Life without a Dad


Every day I search for something I once had. 

A father. Dad.  

Whether it be through compensating in my relationships or over-expecting my mother to be two parents in one, I can never seem to find what I’m looking for. 

I don’t exactly know what it is that I search for. A certain feeling? Another person? A special moment? 

Whatever it is, it was taken away from me at 10-years-old by a characteristic of living no person in the world can ever fully understand. Yet that every person has to experience one way or another. 

Despite the uncertainty against me, I began my search journey. 

I turn on the GPS. I even open up a map and step inside it. I walk around aimlessly trying to get pointed in the right direction of the way to fill this void. 

I usually get led in the direction of my computer. A bright pink computer case sprinkled with random stickers that are even more vibrant. 

Usually, the best way to temporarily serve this empty feeling in my stomach that isn’t hunger is with Netflix. However, somehow the shows and movies I choose to watch become a total tease showcasing on my big screen this entity I yearn for most. 

In the movie Hotel Transylvania, Dracula focuses most on protecting his daughter from the human world after the death of her mother. He utilizes every bone in his body to make her happy in spite of his grieving. 

Gru from the movie Despicable Me grew to love his three daughters as if they were his own and shielded them from every evil that came their way.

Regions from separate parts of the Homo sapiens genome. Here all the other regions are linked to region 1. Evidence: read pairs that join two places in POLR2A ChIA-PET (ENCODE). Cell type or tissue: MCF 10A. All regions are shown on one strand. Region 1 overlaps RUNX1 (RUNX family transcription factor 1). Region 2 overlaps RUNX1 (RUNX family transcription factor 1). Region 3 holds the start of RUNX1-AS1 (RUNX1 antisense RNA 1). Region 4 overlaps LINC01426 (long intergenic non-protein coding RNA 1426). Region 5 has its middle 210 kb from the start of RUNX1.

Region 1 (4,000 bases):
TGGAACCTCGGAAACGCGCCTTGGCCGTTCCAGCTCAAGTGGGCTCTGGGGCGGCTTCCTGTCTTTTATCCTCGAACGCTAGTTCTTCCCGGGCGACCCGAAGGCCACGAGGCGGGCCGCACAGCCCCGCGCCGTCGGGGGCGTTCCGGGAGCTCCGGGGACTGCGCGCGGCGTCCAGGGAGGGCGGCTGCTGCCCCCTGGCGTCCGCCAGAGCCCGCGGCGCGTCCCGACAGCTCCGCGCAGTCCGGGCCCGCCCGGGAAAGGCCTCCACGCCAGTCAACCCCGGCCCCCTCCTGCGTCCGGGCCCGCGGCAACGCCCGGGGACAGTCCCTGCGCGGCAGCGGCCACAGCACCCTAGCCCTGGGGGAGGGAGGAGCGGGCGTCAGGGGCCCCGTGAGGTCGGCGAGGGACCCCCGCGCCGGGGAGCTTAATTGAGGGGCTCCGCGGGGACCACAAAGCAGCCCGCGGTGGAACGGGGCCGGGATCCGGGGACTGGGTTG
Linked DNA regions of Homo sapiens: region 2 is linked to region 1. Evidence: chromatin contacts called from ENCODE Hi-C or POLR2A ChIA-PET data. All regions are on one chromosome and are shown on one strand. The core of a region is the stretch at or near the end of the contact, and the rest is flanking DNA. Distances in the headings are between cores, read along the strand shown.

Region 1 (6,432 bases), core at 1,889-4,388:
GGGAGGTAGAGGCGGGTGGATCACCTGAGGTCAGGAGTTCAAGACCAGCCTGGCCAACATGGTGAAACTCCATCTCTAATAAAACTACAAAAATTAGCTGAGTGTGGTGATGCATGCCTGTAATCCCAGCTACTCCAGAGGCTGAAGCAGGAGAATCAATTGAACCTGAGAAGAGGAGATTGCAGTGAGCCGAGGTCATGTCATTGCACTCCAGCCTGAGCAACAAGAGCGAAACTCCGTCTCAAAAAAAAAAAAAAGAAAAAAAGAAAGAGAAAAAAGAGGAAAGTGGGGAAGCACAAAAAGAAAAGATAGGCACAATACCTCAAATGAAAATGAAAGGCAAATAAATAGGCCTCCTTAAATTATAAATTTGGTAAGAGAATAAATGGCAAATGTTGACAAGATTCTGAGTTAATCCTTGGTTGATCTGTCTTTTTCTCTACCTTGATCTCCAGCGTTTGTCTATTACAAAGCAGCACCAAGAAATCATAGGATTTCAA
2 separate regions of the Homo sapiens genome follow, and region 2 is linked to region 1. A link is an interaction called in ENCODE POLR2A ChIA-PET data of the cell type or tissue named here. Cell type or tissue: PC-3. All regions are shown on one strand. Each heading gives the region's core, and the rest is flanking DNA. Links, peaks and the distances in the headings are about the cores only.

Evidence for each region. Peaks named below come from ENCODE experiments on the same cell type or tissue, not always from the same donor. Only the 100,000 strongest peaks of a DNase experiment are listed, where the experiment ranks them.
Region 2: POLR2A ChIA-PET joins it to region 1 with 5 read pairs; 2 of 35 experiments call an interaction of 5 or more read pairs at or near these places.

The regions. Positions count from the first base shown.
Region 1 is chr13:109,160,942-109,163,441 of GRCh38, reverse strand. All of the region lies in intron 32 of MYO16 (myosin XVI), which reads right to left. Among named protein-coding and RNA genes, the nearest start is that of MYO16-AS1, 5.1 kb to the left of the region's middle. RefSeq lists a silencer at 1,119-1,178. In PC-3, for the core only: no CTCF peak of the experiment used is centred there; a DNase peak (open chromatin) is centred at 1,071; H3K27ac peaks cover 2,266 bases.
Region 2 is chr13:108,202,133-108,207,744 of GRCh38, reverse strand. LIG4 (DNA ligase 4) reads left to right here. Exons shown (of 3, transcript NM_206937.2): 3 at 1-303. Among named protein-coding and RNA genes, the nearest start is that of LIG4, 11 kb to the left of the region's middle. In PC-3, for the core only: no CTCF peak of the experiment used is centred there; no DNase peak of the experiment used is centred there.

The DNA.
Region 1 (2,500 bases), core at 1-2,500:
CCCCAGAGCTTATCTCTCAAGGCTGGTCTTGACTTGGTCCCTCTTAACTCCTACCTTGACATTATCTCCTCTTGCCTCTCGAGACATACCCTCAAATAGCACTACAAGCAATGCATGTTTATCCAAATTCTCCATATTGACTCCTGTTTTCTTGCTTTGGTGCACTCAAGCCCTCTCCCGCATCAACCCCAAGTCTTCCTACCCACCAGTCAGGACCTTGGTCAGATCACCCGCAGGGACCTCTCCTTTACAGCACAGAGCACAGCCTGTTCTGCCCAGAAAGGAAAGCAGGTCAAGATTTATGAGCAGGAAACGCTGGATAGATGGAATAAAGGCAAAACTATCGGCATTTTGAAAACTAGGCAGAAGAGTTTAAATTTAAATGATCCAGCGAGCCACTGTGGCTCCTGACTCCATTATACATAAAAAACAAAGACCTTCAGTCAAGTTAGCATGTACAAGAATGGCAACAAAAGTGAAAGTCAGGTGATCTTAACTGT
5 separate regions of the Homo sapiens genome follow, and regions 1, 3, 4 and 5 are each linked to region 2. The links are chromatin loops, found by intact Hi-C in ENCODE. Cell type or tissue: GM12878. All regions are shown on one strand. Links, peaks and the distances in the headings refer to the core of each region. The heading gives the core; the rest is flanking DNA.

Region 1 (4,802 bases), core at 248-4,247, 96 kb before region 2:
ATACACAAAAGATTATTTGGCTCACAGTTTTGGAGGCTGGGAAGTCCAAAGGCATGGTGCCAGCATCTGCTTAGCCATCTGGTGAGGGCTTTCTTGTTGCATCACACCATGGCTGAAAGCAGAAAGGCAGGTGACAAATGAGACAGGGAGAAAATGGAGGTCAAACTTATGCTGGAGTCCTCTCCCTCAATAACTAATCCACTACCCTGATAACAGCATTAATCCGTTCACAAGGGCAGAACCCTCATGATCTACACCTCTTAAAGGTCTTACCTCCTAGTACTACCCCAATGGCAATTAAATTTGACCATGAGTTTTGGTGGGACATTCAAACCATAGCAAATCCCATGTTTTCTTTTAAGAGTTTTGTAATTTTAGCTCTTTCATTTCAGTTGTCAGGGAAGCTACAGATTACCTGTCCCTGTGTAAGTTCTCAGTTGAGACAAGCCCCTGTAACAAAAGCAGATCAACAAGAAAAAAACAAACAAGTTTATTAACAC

Even father and son relationships can spark my undeniable envy. In my favorite show, The Walking Dead, the father Rick’s whole reason for continuing to live during a zombie apocalypse was to protect his son, Carl, despite how miserable Rick may have been. 

Even the music that plays on my AirPods or on the radio of my car can’t tune out this feeling. 

“I guess you’d say/What can make me feel this way?” The Temptations say in My Girl

I still remember the time Dad was driving me home from a haircut in his old golden car. 

“Cause girl, you’re amazing/Just the way you are,” the popular Bruno Mars song blasted throughout the crouched sedan. 

My father sang with horrible vocals but it didn’t matter because he was singing to me.  

That day, that song became mine.  

The once best forms of entertainment for me – shows, movies, and music – became just another dead end in my journey.  

My next best move would be to turn down the road toward my friends. 

The friends I’ve had have always acted as an amazing source of constant support in my life. I mean they are my friends, so why wouldn’t they?

But when they get to attend the father-daughter dance every year that my high school hosts, I can’t help but distance myself. The blue lights, silver confetti poppers, and a shiny dance floor are acquainted with black and white tuxes next to sparkly jaw-dropping dresses. It’s almost unbearable to see the precious photo booth pictures from the event. 

Fathers who’d do anything for their child. Spoil them rotten with jewelry, flowers, hugs, or money just in case they need it. Maybe they even bought them a pony. 

My own mother had this with her father. He spoiled her till death. 

She was lucky enough to have this. While I was cursed enough to spend my life witnessing it. 

My last stop on my journey would have to be somewhere around my relationships. 

I turn towards the men a few years older than me. The taller ones with the crispy beards and broad shoulders. If he has a “dad bod,” then it’s even better! 

But of course, none of these unhealthy preferences have the chance to work out. 

After years of searching, I am left with the same emptiness I started with. I picked up a few new additions along the way. Some of jealousy. Some of relief. That was easier when I was too tired of searching and gave up. Yet the relief somehow made me feel worse than the emptiness I started with once it was accompanied by guilt. 

Despite how hard I look, the search just never seems to end. 

I still have yet to find what I once lost. But I’ll keep looking.